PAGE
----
Curvature is tedious to calculate by hand because it involves calculating first and second order derivatives. Of course other applications require derivatives too, but curvature is the example we’ll look at in this post.
It would be nice to write programs that only explicitly implement the original function and let software take care of finding the derivatives.
Finite difference approximations for derivatives are nothing new. For example, Euler (1707–1783) used finite differences to numerically solve differential equations. But numerical differentiation can be inaccurate or unstable, especially for higher order derivatives.
Symbolic differentiation is another approach, having the computer manipulate expressions much as a person would do by hand. It works well for many problems, though it scales poorly for large problems. It also requires functions to be presented in traditional mathematical form, not in the form of source code.
Automatic differentiation is a third way. Like numerical differentiation, it works with floating point numbers, not symbolic expressions. But unlike numerical differentiation, the result does not have approximation error.
As someone put it, automatic differentiation applies the chain rule to floating point numbers rather than to symbolic expressions.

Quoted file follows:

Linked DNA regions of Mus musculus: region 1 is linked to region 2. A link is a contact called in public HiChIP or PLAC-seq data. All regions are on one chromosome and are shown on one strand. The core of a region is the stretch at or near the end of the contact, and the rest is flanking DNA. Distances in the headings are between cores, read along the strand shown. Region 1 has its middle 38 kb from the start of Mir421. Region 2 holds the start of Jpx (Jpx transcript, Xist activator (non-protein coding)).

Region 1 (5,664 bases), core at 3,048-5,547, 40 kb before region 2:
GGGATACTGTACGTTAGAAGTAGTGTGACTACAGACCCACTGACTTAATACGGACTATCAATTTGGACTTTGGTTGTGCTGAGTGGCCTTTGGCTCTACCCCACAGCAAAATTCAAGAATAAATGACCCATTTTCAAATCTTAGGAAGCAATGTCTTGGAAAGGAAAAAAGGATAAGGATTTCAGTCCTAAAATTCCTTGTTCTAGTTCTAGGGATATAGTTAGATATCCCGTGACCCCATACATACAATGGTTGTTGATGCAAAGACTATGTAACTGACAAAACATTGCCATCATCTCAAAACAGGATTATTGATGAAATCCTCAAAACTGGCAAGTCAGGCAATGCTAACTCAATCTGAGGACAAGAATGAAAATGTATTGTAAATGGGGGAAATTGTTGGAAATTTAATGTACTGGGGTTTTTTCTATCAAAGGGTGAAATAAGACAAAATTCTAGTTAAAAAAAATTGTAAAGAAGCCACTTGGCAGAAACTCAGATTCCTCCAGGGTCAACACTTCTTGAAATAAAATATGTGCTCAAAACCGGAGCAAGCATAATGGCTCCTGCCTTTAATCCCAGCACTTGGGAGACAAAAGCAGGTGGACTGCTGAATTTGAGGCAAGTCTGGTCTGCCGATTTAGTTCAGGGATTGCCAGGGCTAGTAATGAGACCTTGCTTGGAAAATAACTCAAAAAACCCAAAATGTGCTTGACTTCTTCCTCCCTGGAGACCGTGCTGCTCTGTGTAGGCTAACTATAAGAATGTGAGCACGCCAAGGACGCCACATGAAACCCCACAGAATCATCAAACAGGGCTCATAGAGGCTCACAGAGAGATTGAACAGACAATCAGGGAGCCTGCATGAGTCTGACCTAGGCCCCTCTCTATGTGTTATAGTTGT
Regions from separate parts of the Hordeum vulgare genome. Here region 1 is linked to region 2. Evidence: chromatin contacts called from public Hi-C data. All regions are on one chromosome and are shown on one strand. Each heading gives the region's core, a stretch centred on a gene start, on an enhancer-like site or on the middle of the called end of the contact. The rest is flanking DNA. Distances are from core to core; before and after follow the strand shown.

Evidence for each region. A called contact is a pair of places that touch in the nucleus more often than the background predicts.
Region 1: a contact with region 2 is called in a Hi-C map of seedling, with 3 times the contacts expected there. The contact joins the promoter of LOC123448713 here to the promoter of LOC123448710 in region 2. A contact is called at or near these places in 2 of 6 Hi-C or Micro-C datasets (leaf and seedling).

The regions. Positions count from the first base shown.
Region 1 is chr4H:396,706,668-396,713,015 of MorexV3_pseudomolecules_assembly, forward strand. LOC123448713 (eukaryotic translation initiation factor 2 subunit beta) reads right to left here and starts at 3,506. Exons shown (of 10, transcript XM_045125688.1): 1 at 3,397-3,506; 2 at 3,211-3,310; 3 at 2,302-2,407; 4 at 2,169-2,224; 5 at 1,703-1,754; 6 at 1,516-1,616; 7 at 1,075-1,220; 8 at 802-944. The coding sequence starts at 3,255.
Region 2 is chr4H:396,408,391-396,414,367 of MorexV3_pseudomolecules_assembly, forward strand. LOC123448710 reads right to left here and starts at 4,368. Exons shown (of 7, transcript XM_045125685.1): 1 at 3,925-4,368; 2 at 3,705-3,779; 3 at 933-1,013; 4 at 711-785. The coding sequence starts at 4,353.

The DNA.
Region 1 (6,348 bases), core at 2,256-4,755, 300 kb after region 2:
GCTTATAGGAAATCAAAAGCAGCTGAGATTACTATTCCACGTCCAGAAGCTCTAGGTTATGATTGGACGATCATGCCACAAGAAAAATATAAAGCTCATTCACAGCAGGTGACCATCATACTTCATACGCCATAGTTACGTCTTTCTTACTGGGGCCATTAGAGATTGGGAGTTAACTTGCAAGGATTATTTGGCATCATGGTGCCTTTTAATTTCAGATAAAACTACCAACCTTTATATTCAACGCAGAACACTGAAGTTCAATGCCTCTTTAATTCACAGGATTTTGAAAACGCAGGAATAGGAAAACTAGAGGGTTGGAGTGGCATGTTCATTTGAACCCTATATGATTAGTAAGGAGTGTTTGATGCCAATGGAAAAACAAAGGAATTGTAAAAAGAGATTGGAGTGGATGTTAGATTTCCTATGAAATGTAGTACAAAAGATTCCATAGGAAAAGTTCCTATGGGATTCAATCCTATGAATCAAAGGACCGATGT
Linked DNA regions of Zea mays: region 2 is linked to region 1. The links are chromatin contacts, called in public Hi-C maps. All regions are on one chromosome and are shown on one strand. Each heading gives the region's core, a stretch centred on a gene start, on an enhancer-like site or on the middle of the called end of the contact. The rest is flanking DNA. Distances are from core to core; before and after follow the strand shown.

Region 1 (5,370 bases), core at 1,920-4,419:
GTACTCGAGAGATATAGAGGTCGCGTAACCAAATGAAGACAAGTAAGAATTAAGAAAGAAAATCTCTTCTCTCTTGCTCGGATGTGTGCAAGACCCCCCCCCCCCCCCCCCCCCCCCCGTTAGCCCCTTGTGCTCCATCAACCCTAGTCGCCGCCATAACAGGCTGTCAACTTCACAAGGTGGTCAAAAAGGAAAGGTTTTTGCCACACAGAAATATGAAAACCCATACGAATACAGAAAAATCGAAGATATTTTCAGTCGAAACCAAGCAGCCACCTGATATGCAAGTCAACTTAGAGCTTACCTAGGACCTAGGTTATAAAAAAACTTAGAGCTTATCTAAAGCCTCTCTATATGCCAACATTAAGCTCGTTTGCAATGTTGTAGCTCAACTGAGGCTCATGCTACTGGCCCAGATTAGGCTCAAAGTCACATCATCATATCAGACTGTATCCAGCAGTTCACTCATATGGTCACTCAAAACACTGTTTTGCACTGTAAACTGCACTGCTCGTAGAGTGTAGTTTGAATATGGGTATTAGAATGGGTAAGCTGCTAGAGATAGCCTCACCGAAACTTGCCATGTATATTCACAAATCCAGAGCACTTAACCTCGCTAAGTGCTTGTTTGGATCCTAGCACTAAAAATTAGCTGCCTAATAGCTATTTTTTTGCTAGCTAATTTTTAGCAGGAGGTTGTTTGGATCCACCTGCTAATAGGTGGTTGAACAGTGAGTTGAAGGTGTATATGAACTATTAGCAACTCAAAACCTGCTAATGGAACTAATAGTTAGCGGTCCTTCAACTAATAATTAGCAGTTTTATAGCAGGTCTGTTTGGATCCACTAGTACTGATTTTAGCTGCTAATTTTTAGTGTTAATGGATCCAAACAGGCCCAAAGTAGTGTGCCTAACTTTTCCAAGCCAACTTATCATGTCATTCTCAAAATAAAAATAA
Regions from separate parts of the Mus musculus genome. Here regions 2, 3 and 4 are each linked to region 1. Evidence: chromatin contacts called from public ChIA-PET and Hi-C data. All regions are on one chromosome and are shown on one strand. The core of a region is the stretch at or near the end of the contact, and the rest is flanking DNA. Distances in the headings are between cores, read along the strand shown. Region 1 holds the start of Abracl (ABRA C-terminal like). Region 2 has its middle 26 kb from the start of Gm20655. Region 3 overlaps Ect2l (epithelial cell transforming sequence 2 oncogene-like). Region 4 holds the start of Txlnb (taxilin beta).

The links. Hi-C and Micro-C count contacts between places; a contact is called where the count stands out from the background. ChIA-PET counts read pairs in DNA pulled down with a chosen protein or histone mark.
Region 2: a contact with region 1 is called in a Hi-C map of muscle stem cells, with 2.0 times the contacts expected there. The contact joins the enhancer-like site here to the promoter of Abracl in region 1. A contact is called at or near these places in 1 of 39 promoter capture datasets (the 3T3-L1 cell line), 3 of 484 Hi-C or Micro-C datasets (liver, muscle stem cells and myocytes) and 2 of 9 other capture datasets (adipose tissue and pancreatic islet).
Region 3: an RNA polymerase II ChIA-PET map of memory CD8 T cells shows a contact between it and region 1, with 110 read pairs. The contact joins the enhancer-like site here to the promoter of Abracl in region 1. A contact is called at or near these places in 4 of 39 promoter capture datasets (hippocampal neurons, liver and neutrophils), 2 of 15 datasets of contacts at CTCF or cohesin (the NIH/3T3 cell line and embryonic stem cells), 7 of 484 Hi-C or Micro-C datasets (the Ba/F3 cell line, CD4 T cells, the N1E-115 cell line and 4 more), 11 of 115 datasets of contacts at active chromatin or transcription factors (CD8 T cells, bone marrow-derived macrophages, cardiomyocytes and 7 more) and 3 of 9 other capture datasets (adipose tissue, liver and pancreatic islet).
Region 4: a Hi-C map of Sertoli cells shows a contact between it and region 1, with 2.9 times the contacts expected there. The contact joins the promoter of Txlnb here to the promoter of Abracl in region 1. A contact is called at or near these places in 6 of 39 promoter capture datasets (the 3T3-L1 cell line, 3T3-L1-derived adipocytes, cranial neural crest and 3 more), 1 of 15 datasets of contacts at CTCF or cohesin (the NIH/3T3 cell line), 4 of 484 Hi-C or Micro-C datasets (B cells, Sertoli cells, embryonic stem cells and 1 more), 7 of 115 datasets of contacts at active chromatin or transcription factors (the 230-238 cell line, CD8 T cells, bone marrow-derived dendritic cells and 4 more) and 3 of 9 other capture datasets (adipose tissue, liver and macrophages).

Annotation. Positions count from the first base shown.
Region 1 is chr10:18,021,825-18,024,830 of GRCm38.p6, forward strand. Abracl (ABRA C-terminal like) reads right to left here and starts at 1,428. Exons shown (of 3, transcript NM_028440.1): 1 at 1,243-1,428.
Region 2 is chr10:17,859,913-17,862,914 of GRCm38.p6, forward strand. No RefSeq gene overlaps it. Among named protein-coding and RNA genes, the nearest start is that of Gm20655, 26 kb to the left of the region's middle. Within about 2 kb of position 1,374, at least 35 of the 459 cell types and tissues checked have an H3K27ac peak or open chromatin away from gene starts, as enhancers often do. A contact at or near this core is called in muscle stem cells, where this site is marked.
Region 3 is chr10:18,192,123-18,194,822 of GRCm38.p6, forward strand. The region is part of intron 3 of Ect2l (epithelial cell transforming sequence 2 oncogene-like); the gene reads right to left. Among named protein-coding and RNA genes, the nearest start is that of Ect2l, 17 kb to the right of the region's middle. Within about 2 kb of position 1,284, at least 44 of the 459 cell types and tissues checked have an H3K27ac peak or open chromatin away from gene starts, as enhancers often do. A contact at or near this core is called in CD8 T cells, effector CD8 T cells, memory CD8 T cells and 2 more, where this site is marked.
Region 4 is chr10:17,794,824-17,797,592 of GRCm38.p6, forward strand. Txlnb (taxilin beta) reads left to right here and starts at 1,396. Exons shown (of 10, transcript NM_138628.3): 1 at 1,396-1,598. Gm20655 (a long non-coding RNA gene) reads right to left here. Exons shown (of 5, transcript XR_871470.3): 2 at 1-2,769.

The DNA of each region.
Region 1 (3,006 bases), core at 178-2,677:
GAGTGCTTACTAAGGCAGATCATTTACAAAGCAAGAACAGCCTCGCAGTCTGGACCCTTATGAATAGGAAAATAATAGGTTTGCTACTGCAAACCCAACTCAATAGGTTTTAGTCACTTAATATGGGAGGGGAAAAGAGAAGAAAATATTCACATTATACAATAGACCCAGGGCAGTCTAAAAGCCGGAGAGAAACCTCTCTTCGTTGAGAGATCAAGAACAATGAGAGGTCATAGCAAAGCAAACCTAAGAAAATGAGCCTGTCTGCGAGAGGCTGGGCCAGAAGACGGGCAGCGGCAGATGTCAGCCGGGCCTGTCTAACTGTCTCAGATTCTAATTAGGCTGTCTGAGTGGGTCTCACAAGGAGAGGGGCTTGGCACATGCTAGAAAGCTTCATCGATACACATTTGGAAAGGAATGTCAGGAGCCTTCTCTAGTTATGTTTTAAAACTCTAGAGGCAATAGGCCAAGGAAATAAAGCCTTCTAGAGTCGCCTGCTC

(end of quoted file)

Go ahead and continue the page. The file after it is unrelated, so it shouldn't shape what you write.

I’ll use the Python library
autograd to compute curvature and illustrate automatic differentiation.
autograd is not the most powerful automatic differentiation library for Python, but it is the simplest I’ve seen.
We will compute the curvature of a logistic curve.
The curvature of the graph of a function is given by
Here’s Python code using autograd to compute the curvature.
import autograd.numpy as np from autograd import grad def f(x): return 1/(1 + np.exp(-x)) f1 = grad(f) # 1st derivative of f f2 = grad(f1) # 2nd derivative of f def curvature(x): return abs(f2(x))*(1 + f1(x)**2)**-1.5
The graph is relatively flat in the middle and at the far ends. In between, the graph bends creating two regions of higher curvature.
import matplotlib.pyplot as plt x = np.linspace(-5, 5, 300) plt.plot(x, f(x)) plt.xlabel("$x$") plt.ylabel("$y$") plt.title("Logistic curve") plt.savefig("logistic_curve.svg")
Now let’s look at the curvature.
y = [curvature(t) for t in x] plt.plot(x, y) plt.xlabel("$x$") plt.ylabel(r"$\kappa(x)$") plt.title("Curvature") plt.savefig("plot_logistic_curvature.svg")
As we should expect, the curvature is small at the ends and in the middle, with local maxima in between.
We can also look at the signed curvature, the same expression as curvature but without the absolute value.
We plot this with the following code.
def signed_curvature(x): return f2(x)*(1 + f1(x)**2)**-1.5 y = [signed_curvature(t) for t in x] plt.plot(x, y) plt.xlabel("$x$") plt.ylabel(r"$k(x)$") plt.title("Signed curvature") plt.savefig("graph_signed_curvature.svg")
The result looks more like a sine wave.
The positive values mean the curve is bending counterclockwise, and the negative values mean the curve is bending clockwise.
Related post: Squircles and curvature